Day Old Bread and Doggie Bag Series
I made it exactly one hour before my flight at Terminal D. I walked in to the airport and I was greeted with an enormous line at the ticket counter. I felt my heart pounding.
I gathered all the facts and realized I was in the wrong line. The self-checkout section was EMPTY. I tried to check-in and got the dreaded message that I needed to see an airline representative.
I stood in line among the other “self-checkout” customers. It was technically impossible that my name would ever be called because I couldn’t get that far in the self-checkout process. My heart was pounding. I’m concerned I’m going to miss my flight. I decided to use Dale Carnegie’s principle 5: Smile.
I smiled—and got the attention of one of the ticket agents. I explained my case and she told me I would have to go wait in line—(the line that was MILES long). I looked at her puzzled—saying my flight leaves in one hour.
She grumbled that she’d help me in a minute.
I managed to get the attention of another ticket agent who was kind-hearted. I smiled at her and explained I tried to do the self-checkout but apparently I’m “special.” She asked where I was going—then said… “oh…”
I replied, “uh-oh. Should I be concerned?”
“That flight has been cancelled.” She replied.
Oddly enough I was relieved. (A very strange reaction indeed!) I was worried I would miss the flight because I was so darn late—the lines were long and I hadn’t even made it through security.
I smiled at the ticket agent and said… “I’m flexible. If you want to send me all over theU.S.to get there, that’s fine. I just have to get there sometime today.”
So she looked. It was too late to get on the flight that was leaving in a half hour. She looked again and found a flight at night that was booked but I could try standby. I agreed, checked in my bag in advance and thanked her for her help. I said to her “I really appreciate this—I’d like to give you something I made…”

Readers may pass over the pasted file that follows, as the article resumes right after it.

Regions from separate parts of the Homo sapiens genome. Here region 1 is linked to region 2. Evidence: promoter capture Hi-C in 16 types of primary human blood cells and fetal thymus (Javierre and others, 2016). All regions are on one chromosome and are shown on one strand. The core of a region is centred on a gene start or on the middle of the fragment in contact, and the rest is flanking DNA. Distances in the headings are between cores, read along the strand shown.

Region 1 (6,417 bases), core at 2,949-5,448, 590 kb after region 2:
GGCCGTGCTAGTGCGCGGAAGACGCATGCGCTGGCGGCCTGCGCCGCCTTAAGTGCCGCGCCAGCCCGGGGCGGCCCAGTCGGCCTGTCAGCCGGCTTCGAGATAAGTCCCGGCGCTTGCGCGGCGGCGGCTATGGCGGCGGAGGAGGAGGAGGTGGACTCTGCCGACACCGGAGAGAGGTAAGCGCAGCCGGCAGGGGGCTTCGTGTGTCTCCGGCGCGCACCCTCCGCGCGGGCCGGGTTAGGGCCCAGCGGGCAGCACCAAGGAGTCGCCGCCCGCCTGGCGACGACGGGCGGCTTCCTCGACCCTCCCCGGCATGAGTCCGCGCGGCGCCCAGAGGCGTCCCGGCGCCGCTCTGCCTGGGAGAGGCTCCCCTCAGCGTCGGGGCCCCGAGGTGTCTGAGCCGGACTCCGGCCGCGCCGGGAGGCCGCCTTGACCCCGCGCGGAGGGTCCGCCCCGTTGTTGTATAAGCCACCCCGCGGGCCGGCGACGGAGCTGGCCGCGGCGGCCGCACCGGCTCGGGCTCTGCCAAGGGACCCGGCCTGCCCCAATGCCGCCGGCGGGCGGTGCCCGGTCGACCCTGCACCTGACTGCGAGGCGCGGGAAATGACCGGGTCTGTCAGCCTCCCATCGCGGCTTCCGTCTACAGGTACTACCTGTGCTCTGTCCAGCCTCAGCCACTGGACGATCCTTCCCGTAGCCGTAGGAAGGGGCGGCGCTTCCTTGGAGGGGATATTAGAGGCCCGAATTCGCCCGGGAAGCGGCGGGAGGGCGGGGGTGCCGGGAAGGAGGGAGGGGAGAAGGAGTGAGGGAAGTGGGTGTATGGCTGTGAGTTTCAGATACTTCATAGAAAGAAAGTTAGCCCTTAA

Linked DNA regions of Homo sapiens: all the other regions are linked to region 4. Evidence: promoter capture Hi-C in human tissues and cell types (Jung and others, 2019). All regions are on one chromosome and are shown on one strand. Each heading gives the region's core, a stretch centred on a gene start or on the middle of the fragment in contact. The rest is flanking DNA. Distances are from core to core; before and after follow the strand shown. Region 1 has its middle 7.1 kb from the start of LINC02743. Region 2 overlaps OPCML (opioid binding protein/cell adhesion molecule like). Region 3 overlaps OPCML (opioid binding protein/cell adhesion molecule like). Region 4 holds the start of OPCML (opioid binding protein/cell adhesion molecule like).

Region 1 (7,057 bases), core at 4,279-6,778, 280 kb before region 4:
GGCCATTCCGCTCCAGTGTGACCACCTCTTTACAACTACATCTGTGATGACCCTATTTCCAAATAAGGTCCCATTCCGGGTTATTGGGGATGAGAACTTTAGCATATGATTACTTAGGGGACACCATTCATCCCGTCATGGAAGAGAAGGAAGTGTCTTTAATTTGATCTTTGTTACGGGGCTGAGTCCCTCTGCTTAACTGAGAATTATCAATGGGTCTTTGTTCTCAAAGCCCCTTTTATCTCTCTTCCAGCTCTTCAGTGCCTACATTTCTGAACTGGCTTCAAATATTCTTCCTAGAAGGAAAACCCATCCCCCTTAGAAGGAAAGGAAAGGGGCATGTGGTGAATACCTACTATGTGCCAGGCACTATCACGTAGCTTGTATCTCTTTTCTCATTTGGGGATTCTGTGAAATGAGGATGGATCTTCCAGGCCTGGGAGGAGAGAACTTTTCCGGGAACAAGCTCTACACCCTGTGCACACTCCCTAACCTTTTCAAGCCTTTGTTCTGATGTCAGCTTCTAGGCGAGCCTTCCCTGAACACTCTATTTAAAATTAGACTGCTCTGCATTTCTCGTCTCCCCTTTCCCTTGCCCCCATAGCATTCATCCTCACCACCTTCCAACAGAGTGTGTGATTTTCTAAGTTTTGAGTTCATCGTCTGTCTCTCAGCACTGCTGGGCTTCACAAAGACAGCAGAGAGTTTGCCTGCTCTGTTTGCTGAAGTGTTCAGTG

I pulled out a somewhat worn and tattered but well loved embroidered “Thank you” card I had stitched. I’ve been carrying it everywhere waiting for an opportunity to actually hand it over to someone but I also thought it was so frayed no one would really want it.
The woman’s face lit up when I gave her my simple gift. You’d think I had given her gold. “Oh, wow—I love things like this—thank you!”
The Dale Carnegie principle I used in this scenario is from How to Win Friends and Influence People:
Principle 2. Give honest, sincere appreciation.
Principle 5. Smile.
From How to Stop Worrying and Start Living:
How to face trouble:
a. Ask yourself, “What’s the worst that can possibly happen?
b. Prepare to accept the worst.
c. Try to improve on the worst.
I knew I appeared to be just another disgruntled, impatient traveler among the mob of travelers who were standing in line. That is why I put every effort into making eye contact, smiling and being genuinely appreciative for the attention the ticket agent gave me. She could very well have directed me to join the masses of people in the very long line. Instead she helped solve my dilemma and she did it with courtesy.
So remember—instead of focusing on what you want from another person—(in my case, I wanted assistance checking in)—consider what the other person wants. Don’t scowl, don’t demand, don’t gripe or complain. Instead, treat the person with respect. Begin in a friendly way. When you take this approach—you won’t waste your energy on negativity and odds are you’ll get what you want from the other person.